Disgusted | 

Ryan Tubridy lashes out at scammers using his face to swindle people

The RTÉ presenter has repeatedly had his picture plastered on ads for cryptocurrency.

Ryan Tubridy

Maeve McTaggartSunday World

Ryan Tubridy has pleaded with radio listeners not to fall for online ads that say he has invested in cryptocurrency.

He called the creators of the ads touting Tubridy as a cyrpto investor “clowns” when speaking on Thursday.

The Late Late Show presenter said he is “fed up of the fake stuff happening on the internet still” as he was hit with “30 different people” bringing the scam ads to his attention.

"My face shows up going, ‘Tubridy talks about his Bitcoin,” he told listeners.

“I don’t know what Bitcoin is!”

According to Extra.ie, Tubridy admitted the guest who appeared on his show to talk about cryptocurrency had no success in educating the host. “Despite his most valiant, articulate efforts I pretended to you the listener that I understood him just so we could all go home!” In his radio "rant,” the broadcaster wanted to make it clear that it was the last straw for scammers.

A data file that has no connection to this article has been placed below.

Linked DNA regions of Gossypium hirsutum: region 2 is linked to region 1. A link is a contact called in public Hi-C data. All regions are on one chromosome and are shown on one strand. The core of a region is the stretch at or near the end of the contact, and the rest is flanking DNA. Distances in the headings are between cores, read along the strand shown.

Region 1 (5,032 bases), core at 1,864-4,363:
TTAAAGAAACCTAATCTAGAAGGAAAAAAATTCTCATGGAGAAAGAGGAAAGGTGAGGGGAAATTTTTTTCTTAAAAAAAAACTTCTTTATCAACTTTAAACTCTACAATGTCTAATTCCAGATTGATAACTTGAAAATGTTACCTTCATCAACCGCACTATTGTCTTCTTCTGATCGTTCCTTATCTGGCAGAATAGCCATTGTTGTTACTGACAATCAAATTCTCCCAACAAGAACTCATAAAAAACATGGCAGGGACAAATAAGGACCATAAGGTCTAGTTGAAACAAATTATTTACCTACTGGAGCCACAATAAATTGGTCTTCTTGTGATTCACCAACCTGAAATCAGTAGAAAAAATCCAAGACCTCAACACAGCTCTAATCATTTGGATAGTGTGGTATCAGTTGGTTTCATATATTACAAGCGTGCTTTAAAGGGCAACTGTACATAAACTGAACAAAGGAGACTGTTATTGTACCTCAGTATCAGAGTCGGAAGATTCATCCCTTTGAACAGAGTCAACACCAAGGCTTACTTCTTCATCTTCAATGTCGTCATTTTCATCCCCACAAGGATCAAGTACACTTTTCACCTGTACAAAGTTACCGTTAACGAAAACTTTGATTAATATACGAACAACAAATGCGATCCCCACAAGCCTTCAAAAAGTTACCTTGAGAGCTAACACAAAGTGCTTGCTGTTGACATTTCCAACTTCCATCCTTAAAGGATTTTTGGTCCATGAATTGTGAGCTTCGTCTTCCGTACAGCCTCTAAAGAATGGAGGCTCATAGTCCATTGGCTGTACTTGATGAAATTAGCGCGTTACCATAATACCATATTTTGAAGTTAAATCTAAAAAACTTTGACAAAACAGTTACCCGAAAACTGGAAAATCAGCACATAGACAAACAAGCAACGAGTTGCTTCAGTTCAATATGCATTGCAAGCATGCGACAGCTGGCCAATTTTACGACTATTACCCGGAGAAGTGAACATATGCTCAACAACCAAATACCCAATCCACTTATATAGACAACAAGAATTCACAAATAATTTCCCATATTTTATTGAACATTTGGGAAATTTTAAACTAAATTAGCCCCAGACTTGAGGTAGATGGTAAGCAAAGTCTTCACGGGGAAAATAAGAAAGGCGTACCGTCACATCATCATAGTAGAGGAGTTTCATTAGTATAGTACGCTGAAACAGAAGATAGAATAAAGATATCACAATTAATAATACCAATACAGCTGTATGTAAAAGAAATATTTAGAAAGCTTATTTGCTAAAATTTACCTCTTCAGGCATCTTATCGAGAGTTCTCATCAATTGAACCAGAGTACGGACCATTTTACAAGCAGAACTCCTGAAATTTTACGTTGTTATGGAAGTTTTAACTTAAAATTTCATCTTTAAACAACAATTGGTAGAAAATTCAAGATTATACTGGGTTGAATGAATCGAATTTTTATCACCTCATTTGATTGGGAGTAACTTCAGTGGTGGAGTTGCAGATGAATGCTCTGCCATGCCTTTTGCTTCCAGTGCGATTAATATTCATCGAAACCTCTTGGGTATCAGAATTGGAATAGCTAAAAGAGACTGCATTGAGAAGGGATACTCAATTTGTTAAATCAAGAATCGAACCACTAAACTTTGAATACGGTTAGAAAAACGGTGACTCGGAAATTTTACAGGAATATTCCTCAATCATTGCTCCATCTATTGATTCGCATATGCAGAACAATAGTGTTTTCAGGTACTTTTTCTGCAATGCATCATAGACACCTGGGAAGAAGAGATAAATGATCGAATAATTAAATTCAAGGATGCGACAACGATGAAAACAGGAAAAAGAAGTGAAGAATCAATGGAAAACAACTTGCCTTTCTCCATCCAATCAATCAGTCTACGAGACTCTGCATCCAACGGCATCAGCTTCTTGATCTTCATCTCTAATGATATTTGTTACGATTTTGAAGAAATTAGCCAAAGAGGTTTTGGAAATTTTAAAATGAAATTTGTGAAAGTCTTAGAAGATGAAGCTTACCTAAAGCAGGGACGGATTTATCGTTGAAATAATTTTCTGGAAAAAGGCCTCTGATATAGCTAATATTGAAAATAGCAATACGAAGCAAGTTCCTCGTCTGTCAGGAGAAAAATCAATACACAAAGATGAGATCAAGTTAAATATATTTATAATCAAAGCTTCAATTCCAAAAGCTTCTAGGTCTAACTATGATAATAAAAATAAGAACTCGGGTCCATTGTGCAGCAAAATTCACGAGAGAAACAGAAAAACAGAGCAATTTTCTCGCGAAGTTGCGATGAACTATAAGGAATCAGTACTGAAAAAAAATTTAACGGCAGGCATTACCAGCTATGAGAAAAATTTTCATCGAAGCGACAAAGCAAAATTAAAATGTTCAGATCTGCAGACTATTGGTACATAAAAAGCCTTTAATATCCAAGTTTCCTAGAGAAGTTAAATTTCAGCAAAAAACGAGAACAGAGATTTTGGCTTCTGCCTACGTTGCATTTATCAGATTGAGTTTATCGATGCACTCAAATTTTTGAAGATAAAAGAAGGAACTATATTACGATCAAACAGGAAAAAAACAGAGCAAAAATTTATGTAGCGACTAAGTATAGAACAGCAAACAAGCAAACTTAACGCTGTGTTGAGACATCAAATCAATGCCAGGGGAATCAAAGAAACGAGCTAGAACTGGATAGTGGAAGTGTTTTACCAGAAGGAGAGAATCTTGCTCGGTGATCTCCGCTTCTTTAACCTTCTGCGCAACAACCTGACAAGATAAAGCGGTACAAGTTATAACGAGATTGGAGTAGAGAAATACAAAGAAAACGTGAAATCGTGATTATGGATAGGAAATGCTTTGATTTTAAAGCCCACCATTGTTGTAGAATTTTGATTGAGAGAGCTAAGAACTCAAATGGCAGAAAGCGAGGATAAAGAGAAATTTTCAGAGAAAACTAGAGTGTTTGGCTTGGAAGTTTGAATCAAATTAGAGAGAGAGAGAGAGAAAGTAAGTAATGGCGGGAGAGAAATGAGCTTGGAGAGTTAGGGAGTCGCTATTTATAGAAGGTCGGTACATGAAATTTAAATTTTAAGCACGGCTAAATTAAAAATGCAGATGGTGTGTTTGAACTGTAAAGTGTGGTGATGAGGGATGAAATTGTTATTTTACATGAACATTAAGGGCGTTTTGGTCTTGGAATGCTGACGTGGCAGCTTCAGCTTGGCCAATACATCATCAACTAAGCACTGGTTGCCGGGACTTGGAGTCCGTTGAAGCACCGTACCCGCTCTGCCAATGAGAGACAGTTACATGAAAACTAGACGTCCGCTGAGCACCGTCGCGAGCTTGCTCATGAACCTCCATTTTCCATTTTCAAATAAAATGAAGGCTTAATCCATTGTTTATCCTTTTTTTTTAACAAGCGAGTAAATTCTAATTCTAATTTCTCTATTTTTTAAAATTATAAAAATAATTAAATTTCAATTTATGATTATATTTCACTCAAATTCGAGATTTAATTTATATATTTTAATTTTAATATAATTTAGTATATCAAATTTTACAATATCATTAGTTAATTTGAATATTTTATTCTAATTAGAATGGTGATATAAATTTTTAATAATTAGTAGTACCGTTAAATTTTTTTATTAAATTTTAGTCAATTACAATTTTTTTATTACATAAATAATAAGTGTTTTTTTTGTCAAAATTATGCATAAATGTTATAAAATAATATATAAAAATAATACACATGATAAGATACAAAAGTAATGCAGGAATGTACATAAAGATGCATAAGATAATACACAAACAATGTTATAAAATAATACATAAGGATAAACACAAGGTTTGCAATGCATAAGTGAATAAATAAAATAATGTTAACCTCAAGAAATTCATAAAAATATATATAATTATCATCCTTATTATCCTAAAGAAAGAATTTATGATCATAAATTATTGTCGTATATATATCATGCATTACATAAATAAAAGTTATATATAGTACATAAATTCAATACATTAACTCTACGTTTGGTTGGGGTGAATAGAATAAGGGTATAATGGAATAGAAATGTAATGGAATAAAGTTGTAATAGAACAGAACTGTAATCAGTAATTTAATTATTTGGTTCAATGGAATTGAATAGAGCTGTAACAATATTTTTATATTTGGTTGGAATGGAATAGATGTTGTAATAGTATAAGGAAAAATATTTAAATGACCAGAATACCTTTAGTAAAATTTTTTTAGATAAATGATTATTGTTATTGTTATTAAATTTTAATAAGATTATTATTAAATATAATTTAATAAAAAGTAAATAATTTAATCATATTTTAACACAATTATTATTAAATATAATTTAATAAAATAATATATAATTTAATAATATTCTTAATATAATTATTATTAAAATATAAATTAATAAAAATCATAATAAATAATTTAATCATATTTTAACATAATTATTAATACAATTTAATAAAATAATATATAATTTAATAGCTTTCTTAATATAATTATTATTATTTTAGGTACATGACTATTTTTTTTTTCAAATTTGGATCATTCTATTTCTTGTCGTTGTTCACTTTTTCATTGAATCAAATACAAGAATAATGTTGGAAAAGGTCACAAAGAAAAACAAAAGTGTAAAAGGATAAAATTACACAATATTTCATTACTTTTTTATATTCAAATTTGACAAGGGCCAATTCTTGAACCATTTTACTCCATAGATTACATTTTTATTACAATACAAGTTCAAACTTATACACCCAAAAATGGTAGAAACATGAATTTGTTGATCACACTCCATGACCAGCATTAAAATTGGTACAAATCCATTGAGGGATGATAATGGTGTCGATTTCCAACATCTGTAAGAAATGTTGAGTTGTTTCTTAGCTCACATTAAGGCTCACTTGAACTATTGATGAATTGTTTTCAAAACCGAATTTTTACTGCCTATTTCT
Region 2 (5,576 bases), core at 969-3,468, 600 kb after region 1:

"So, whoever, whatever creatures in whatever basement in whatever country, or parts of this country, are cobbling together these things and sending them out them, would you stop lads? Because it’s fake news.”

The RTÉ presenter has already threatened legal action against scammers using his face for ads.

In March, Tubridy told listeners that “the Internet is alive and thriving with scams and financial cruelty to people who are vulnerable.”

It feels like “whack-a-mole” trying to get rid of the false advertisements, Tubridy said.

"They're clever, they use a screengrab, it looks professional, we're trying to get rid of them. What I don't like about these gangsters is that they're stealing. People have lost millions in crypto fraud.”

Disgusted that his face and name were potentially catching people in scams, he said that he “might not be that far behind” fellow RTÉ star Miriam O’Callaghan in taking a case to the courts.

A number of fake ads appeared on Facebook declaring the broadcaster had quite Prime Time to promote skincare products. Fans had seen the alleged endorsements and bought the product.

"I only went to lawyers because I was desperate,” she said outside court upon winning an apology from Facebook.

The TV and radio star said she took action to protect her reputation but also “to make sure that there was some kind of new tool introduced, so other Irish people did not have to go through what I went through.”

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